It is surprisingly difficult to delete data permanently. SQL Server has sophisticated features that prevent all kinds of data loss, but the opposite is not true. SQL Server has very few features that help you destroy data.
But why would anyone need to destroy data? Lots of reasons.
- Some laws and data retention policies require that data older than a certain age gets destroyed.
- Developers often ask for production data, or a subset. A DBA could decide to give them a backup having first dropped certain tables or columns that contain personally identifiable information.
There are countless other reasons why you might want to destroy data and I’m going to focus on three general use cases: destroying tables, destroying columns and destroying rows.
Straight Up Deleting Is Not Enough
I’m going to demonstrate that deleting data is not equivalent to destroying data. Deleting data is just hiding it.
First create a table, populate it and see what it looks like on disk:
CREATE DATABASE DeletedDataDemo; GO USE DeletedDataDemo; SELECT col1, col2, col3 INTO dbo.Table1 FROM ( VALUES (1, 'aaaaaaaaaaaa', 'bbbbbbbbbbbb'), (2, 'cccccccccccc', 'dddddddddddd'), (3, 'eeeeeeeeeeee', 'ffffffffffff') ) data (col1, col2, col3) DBCC TRACEON (3604); DBCC IND(DeletedDataDemo, 'dbo.Table1', 1) -- file 1, page 216 for example --update the following command to look at that page DBCC PAGE (DeletedDataDemo, 1, 216, 2);
Notice that the last command
DBCC PAGE shows the contents of the table as it appears on disk.
And now drop the table that was just created:
DROP TABLE dbo.Table1; -- or -- ALTER TABLE dbo.Table1 DROP COLUMN col3; -- or -- DELETE dbo.Table1 WHERE col1 IN (2,3); DBCC PAGE (DeletedDataDemo, 1, 216, 2);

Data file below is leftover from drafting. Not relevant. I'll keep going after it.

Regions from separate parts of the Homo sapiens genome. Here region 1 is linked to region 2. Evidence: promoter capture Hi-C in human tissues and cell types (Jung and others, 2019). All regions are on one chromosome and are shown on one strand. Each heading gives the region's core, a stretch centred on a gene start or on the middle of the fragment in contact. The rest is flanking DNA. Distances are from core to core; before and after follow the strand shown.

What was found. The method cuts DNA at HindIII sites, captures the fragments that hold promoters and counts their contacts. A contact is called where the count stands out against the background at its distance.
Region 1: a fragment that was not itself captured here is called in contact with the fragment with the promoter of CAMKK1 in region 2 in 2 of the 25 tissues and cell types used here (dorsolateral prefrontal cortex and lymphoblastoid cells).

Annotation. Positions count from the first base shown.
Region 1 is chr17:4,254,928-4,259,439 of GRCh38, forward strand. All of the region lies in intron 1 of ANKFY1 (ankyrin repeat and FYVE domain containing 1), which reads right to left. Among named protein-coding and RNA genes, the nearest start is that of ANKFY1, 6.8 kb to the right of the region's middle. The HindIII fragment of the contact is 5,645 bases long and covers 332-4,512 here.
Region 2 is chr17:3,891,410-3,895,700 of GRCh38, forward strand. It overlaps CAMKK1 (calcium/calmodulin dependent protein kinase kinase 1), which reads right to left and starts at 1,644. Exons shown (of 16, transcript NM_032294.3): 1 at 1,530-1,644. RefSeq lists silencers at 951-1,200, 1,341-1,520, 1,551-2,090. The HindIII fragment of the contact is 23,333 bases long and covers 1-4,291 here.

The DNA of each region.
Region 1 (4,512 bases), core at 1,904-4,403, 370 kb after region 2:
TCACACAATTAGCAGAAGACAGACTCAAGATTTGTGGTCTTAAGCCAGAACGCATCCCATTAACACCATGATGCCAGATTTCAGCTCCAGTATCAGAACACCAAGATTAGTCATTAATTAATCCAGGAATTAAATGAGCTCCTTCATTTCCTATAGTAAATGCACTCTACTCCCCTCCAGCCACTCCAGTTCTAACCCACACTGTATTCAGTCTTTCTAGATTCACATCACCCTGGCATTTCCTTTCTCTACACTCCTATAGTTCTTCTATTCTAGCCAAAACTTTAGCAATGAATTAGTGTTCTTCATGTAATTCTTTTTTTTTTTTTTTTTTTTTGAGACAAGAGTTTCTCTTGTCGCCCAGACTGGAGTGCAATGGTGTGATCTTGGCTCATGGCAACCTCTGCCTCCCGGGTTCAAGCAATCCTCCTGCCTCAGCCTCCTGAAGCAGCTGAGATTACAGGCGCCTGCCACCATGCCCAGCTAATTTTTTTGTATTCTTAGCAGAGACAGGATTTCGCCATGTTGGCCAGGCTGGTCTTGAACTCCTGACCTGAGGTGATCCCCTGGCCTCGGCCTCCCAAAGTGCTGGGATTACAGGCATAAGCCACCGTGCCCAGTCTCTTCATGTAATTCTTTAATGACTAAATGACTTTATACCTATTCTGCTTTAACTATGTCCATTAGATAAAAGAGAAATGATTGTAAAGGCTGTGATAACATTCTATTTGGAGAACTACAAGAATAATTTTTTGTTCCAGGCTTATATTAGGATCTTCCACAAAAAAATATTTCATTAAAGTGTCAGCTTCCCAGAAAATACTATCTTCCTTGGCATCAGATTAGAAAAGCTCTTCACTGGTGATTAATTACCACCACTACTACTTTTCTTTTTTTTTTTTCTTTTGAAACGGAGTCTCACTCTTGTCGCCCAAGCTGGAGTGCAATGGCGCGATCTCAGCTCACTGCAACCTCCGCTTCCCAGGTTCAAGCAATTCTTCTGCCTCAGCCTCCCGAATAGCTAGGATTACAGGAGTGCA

DBCC PAGE command and notice that the data values are still there! That data cannot be queried but it remains on disk. Even though this data is in deallocated space, this data can survive backups and restores (even after checkpoints).
Repeat the demo from the beginning. But this time, instead of dropping the table, try deleting rows or dropping a column. Just like the dropped table the data remains on disk.
Try to Destroy Data by Cleaning Pages
So SQL Server doesn’t actually delete data, it hides it and deallocates the space. A ghost cleanup job can eventually clean up this data but you can’t depend on how frequently it runs. That leads to stackoverflow questions like this one: How can I securely destroy some data using sql server 2008?
One of the answers there mentions that sp_clean_db_free_space can force the cleanup to run early. Cleaning pages is exactly what’s required to get rid of that data in deallocated space. But cleaning pages consumes a lot of I/O and maybe that’s why SQL Server 2008 introduced a lot of control over the granularity of cleaning pages:
sp_clean_db_free_spacefor a whole database.
sp_clean_db_file_free_spacefor a single data file.
DBCC CLEANPAGE(@dbid, @fileid, @pageid)after a
CHECKPOINTfor a single page.
These commands force SQL Server to write zeros to any deallocated space.
Dropped-Column Data Sticks Around
Columns are a special case. SQL Server doesn’t reclaim the space that is freed by dropped columns. And this dropped column data is not touched by any of the page cleaning methods. In order to destroy this data, it’s necessary to add a few manual steps. These steps can destroy column data by either overwriting column values or by rebuilding its table’s indexes.
How To Destroy Data
Here’s a table that shows the syntax to use when trying to destroy data.
|When destroying …||Use this syntax|
(except columns in heaps)
|Other data structures
(Columnstore, Full-text, XML indexes, Service Broker Queues etc…)
|Not evaluated. I don’t know how long this data sticks around.|
Microsoft warns you that these data cleaning procedures are very I/O intensive so I would be reluctant to suggest these methods when alternatives exist.
The clumsiness of the dropped column scenario makes me wonder about other scenarios where SQL Server deletes data but doesn’t destroy it.
And this leads directly to this bit of advice:
Don’t distribute backups of databases that have contained sensitive information.